Second object found in Réunion discounted as part of missing 777
Metal sheet with Chinese symbols aroused suspicion when found in general area
Police remove a case containing metallic debris found on a beach in Saint-Denis on Reunion Island, close to where where a Boeing 777 wing part believed to belong to missing flight MH370 washed up last week. Photograph: Richard Bouhet/AFP/Getty Images
A second object which was found yesterday and thought at first to be part of the missing Malaysia Airlines plane MH370 has been verified as a domestic ladder. It was found washed up on the Indian Ocean island of Réunion.
The object, a metal sheet featuring Chinese symbols, was discovered by a passerby in Saint Denis, 25km from Saint-Andre, where the first piece of debris was found. Authorities immediately cordoned off the perimeter and the object was taken away for analysis.
However, some time later, the Malaysian director general of civil aviation Azharuddin Abdul Rahman told a news service that the object, with Chinese writing on it was a ladder.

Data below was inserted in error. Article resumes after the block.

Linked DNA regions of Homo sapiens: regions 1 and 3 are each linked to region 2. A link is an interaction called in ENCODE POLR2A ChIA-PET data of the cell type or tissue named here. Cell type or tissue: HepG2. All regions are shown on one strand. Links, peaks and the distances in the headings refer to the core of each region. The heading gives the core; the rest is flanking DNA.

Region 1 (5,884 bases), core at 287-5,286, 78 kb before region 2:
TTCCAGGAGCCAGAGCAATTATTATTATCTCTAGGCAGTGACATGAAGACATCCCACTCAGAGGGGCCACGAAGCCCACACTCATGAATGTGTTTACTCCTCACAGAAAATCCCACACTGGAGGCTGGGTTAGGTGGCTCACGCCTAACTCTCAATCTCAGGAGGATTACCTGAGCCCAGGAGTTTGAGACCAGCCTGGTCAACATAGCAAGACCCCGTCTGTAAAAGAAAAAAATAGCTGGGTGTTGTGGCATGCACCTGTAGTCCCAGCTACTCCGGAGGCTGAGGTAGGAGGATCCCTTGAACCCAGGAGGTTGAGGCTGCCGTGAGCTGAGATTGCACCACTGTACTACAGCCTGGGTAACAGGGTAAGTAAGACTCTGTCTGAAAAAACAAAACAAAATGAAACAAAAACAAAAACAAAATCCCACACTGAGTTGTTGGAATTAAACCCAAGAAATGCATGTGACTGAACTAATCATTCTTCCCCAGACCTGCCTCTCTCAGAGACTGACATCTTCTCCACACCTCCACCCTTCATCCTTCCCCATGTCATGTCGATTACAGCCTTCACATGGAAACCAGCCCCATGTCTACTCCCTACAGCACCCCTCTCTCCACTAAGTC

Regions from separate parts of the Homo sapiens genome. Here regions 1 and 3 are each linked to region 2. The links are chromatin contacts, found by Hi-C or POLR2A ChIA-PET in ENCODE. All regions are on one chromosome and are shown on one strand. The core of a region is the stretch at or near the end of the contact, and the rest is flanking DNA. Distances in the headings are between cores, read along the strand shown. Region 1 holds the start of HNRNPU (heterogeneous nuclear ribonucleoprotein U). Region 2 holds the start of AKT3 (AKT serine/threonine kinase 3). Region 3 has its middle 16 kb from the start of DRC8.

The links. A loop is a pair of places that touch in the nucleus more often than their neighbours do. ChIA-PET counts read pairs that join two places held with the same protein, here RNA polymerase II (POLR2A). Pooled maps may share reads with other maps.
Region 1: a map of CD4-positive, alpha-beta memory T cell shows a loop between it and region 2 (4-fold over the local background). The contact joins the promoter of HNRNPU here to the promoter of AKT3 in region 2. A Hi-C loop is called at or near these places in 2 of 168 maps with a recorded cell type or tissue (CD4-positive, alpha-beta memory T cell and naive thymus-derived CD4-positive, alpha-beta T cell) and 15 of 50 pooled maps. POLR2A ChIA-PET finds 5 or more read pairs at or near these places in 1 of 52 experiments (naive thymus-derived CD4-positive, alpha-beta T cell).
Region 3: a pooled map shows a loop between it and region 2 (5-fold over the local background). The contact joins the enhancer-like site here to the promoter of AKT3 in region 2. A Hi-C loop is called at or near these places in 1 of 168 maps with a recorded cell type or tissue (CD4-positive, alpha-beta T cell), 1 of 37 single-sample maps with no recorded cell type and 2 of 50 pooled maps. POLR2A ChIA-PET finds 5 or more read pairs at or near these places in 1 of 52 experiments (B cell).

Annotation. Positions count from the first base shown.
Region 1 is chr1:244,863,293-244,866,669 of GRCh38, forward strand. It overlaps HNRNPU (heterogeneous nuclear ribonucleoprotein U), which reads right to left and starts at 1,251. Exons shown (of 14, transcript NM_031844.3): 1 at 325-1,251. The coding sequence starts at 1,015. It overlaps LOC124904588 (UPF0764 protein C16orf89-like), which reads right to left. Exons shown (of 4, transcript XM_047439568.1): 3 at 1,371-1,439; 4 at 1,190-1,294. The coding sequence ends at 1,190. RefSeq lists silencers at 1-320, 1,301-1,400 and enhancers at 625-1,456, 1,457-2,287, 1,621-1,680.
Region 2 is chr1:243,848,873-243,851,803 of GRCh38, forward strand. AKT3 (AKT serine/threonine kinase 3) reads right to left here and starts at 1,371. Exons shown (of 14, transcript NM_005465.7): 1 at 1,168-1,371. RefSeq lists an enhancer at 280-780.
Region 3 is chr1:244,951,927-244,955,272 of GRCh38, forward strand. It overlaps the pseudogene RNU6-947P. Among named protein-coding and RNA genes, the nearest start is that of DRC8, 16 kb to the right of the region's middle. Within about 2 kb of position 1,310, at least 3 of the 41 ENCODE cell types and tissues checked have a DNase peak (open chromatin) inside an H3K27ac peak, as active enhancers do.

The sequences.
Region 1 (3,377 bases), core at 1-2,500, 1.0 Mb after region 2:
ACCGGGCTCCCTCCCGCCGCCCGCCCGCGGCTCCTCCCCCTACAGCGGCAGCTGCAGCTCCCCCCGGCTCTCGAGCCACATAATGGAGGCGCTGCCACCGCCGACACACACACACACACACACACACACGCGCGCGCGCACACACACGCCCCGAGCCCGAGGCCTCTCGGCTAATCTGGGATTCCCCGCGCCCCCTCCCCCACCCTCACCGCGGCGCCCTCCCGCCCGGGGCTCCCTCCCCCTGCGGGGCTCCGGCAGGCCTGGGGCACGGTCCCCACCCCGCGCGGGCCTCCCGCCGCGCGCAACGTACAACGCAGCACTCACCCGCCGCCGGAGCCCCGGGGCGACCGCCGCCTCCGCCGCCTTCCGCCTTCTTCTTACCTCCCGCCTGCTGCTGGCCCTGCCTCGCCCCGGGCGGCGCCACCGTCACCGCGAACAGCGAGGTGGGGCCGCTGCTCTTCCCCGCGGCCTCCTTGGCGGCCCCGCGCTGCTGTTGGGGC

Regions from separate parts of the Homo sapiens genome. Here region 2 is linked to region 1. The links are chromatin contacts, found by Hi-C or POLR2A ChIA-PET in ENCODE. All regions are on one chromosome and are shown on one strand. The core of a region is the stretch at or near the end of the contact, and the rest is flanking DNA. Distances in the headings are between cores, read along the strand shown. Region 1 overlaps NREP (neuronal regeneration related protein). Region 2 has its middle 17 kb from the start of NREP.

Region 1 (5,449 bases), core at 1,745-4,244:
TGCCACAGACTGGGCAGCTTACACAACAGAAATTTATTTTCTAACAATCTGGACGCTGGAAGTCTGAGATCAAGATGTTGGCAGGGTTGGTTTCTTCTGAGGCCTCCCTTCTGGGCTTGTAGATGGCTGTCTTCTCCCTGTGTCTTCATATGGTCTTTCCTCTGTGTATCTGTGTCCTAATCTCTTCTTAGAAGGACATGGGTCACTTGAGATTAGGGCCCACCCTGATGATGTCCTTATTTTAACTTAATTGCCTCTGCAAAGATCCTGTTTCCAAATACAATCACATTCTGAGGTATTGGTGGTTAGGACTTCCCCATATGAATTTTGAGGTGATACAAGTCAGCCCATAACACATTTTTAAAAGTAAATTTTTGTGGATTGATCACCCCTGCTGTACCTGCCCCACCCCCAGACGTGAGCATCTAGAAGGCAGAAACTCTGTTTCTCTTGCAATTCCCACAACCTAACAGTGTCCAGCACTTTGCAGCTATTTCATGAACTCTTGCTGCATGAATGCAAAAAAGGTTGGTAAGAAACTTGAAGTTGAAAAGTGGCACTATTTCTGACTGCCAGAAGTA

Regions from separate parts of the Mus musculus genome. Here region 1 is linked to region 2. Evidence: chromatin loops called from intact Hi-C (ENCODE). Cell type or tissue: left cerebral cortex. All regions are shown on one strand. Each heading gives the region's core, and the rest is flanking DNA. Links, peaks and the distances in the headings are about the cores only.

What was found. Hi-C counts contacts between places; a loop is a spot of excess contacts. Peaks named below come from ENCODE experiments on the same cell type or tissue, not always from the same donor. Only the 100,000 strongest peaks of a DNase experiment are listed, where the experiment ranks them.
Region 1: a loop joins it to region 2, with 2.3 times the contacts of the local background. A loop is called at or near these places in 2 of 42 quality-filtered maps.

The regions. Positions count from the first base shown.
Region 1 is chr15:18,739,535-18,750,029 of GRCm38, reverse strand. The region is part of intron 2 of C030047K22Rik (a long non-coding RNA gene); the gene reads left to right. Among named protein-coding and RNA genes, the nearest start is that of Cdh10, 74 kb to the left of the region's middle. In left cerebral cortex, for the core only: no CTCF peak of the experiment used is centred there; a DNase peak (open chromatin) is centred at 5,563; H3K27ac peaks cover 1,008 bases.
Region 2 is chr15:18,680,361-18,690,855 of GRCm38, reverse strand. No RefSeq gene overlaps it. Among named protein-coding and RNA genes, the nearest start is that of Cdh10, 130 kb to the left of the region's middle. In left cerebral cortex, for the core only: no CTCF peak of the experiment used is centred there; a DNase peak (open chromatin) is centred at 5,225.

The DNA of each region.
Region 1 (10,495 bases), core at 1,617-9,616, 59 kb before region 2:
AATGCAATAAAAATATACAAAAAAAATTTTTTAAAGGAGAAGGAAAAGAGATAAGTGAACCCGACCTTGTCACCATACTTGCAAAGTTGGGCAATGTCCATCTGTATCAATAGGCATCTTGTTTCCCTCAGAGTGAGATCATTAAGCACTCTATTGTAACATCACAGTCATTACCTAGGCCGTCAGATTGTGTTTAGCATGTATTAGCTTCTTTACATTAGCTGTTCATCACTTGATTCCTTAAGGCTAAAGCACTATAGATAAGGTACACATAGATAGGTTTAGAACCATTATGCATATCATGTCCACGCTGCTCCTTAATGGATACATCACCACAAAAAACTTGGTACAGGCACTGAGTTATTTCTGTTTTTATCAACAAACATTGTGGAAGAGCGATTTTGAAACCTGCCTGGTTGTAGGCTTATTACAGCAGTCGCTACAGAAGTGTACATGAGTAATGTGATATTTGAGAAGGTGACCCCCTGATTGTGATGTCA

Local reports say that almost every piece of flotsam now washing up on the shore on Réunion is attracting scrutiny.
The first piece of debris believed to be from the missing Boeing 777, a 2m-long movable part on the trailing edge of the wing called a flaperon, was found on Wednesday.
It is undergoing analysis in Toulouse, France, to assess whether it is from the Malaysia Airlines plane, which went missing in March last year.
Malaysia Airlines said on Sunday that it had been confirmed as being from a 777 plane. The transport minister, Liow Tiong Lai, said: “We know the flaperon has been officially identified as being part of a Boeing 777 aircraft.
“This has been verified by French authorities together with aircraft manufacturer Boeing, the US National Transportation Safety Board and a Malaysian team comprising the department of civil aviation, Malaysia Airlines, and Malaysian ICAO annex 13 safety investigation team for MH370.”
Mr Liow also appealed for help from aviation authorities in territories in the vicinity of Reunion. “This is to allow the experts to conduct more substantive analysis should there be more debris coming on to land, providing us more clues to the missing aircraft,” he said.
Before the flaperon was discovered by beach cleaners, the search for the missing passenger plane had gone cold, despite a massive operation involving planes and ships from more than 20 countries scouring the Indian Ocean.
A church service was held at Cambuston church in Saint-Andre on Saturday in memory of the 239 people on board the flight.
More than 400 people attended the service at the church, which is close to the beach where the first piece of debris was discovered. – (Guardian service)